It’s often taken as a truism that lower taxes lead to higher levels of economic growth. The National Center for Policy Analysis, an anti-tax think tank, goes so far as to assert that if the United States had lowered its marginal tax rate to the “optimal tax rate,” growth in the United States would have increased from 3.4 percent per year to 4.6 percent per year between 1950 and 1995. They argue that lowering taxes will encourage people to work more, thus increasing the total revenue collected by the government through taxes. It’s a restatement of the Laffer Curve. It’s also the argument advanced in every introductory economics textbook. And according to most studies, it’s also wrong.
Baseline Scenario has a great analysis of the relationship between tax rates and growth in gross domestic product in the United States since the end of World War II. Their finding? There is no relationship. An analysis of the data comparing unemployment rates and tax rates in OECD countries suggests that there is no direct relationship there either. Baseline Scenario’s conclusion is a good one:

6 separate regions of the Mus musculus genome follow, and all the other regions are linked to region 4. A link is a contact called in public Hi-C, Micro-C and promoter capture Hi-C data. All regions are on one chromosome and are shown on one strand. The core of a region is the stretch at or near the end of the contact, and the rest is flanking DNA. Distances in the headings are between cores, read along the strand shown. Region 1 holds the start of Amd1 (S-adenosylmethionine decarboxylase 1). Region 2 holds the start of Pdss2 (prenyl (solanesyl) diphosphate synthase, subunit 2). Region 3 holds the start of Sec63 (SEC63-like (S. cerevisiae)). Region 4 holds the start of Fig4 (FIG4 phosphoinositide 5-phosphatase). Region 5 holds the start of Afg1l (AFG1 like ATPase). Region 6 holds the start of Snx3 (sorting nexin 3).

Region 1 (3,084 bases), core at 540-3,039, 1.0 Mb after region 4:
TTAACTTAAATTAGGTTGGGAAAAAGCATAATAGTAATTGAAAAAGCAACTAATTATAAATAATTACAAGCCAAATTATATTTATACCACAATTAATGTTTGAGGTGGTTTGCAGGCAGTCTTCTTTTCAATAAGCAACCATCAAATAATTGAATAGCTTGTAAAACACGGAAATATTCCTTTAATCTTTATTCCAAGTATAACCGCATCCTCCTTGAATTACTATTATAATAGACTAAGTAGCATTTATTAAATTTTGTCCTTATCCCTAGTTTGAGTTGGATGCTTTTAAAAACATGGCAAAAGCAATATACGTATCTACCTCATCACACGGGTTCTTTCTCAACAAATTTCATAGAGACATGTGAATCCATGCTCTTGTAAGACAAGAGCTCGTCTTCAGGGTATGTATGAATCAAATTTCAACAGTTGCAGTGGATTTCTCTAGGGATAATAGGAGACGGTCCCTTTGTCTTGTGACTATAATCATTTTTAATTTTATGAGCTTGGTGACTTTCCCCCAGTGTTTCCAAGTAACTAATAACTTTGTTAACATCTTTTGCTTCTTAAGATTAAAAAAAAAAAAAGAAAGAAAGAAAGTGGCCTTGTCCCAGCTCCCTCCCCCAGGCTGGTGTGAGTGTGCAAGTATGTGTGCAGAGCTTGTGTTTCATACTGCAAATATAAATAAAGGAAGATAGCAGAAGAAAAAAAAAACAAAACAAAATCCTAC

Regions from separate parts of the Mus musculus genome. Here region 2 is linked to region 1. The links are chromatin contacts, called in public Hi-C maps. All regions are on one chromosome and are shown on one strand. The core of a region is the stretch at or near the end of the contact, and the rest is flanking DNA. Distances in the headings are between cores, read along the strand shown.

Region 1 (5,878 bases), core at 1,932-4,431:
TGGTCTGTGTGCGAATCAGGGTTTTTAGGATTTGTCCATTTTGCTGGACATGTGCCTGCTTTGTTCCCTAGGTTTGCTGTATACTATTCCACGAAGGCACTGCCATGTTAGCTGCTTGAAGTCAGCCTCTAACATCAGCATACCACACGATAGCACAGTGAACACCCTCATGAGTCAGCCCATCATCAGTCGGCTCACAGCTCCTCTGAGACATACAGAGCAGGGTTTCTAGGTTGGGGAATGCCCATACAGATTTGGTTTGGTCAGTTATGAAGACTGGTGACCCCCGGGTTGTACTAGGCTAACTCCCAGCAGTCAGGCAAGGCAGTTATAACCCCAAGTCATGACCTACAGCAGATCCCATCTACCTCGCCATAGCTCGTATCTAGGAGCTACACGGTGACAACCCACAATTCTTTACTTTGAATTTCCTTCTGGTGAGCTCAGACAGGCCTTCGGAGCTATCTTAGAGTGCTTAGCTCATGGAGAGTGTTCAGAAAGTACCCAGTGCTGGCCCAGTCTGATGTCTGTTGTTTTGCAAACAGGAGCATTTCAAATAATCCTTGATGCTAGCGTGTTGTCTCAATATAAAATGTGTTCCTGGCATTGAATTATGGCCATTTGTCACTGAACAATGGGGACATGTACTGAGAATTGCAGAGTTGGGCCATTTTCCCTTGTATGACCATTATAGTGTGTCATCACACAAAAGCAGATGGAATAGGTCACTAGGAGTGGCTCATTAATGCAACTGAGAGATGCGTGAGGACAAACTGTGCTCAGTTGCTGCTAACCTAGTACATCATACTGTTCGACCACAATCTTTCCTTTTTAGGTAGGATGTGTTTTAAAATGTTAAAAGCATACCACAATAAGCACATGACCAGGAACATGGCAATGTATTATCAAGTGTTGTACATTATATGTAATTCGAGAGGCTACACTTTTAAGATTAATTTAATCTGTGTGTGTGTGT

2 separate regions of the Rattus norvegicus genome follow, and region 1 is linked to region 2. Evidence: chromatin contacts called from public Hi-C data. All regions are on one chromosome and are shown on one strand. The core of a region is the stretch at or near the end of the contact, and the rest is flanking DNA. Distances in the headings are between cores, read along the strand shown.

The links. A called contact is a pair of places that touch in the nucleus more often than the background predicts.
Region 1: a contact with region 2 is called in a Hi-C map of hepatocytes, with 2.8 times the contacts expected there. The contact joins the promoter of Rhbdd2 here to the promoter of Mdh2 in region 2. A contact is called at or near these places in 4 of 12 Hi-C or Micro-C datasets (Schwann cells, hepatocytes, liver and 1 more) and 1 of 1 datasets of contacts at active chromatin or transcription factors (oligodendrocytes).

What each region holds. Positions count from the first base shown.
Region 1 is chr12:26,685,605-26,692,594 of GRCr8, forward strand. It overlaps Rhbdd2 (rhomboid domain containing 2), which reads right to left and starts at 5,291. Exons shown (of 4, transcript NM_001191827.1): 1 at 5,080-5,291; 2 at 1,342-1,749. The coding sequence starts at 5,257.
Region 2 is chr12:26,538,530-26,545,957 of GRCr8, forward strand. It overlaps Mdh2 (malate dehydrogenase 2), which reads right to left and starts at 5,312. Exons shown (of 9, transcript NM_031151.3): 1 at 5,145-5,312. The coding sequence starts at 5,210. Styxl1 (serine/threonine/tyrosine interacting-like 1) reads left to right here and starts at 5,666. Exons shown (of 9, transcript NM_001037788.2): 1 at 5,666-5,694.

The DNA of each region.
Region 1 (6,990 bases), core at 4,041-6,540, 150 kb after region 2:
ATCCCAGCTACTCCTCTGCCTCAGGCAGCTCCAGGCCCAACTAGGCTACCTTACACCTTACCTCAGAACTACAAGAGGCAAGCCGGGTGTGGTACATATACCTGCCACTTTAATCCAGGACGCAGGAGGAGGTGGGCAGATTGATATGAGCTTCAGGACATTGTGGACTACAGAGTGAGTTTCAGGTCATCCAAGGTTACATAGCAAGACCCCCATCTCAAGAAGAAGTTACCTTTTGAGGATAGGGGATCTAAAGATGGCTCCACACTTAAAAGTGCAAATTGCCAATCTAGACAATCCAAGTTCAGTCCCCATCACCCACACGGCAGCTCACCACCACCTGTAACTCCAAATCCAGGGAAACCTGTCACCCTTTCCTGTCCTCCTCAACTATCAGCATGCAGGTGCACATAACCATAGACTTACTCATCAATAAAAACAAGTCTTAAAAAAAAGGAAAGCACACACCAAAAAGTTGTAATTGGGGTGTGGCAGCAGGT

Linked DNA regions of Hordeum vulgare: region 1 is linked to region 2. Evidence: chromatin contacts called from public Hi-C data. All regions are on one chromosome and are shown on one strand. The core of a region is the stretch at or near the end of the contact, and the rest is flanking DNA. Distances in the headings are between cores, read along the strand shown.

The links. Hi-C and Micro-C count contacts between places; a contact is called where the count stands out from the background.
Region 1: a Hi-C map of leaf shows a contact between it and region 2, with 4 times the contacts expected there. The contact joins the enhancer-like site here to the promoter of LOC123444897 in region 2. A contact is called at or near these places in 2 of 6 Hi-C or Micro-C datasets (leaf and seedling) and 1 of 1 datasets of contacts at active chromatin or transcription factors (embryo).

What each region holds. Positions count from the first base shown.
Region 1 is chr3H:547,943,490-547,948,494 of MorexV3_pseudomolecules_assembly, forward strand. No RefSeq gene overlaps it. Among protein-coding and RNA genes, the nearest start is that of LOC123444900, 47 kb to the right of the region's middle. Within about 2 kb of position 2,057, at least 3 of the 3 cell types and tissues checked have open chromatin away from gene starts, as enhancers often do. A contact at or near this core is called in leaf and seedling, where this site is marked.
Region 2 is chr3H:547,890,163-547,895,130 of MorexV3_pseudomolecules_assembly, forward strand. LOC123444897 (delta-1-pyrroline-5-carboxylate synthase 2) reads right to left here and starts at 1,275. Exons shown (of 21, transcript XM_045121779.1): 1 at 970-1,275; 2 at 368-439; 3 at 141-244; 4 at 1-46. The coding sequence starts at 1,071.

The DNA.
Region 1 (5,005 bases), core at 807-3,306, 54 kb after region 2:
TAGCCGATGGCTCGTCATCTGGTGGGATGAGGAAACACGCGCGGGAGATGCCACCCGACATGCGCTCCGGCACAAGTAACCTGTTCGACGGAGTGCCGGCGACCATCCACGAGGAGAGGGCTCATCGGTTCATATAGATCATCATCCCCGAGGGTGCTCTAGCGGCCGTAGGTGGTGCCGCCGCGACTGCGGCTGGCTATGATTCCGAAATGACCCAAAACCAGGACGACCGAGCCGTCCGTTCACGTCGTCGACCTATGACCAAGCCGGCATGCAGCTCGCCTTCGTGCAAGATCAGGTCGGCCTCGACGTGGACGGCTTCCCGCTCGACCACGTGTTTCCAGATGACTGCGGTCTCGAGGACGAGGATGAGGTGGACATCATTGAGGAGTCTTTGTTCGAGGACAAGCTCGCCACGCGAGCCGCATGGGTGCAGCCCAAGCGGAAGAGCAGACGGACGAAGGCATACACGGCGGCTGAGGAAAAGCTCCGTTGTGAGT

I don’t think these pictures prove anything. Well, maybe they prove one thing: that the real world is more complicated than the first-year economics textbook…If there’s one thing I’d like people to take away, it’s that any theoretical economic argument that can be stated in a sentence is as likely to be untrue as true in the real world, no matter how clever or intuitive it is.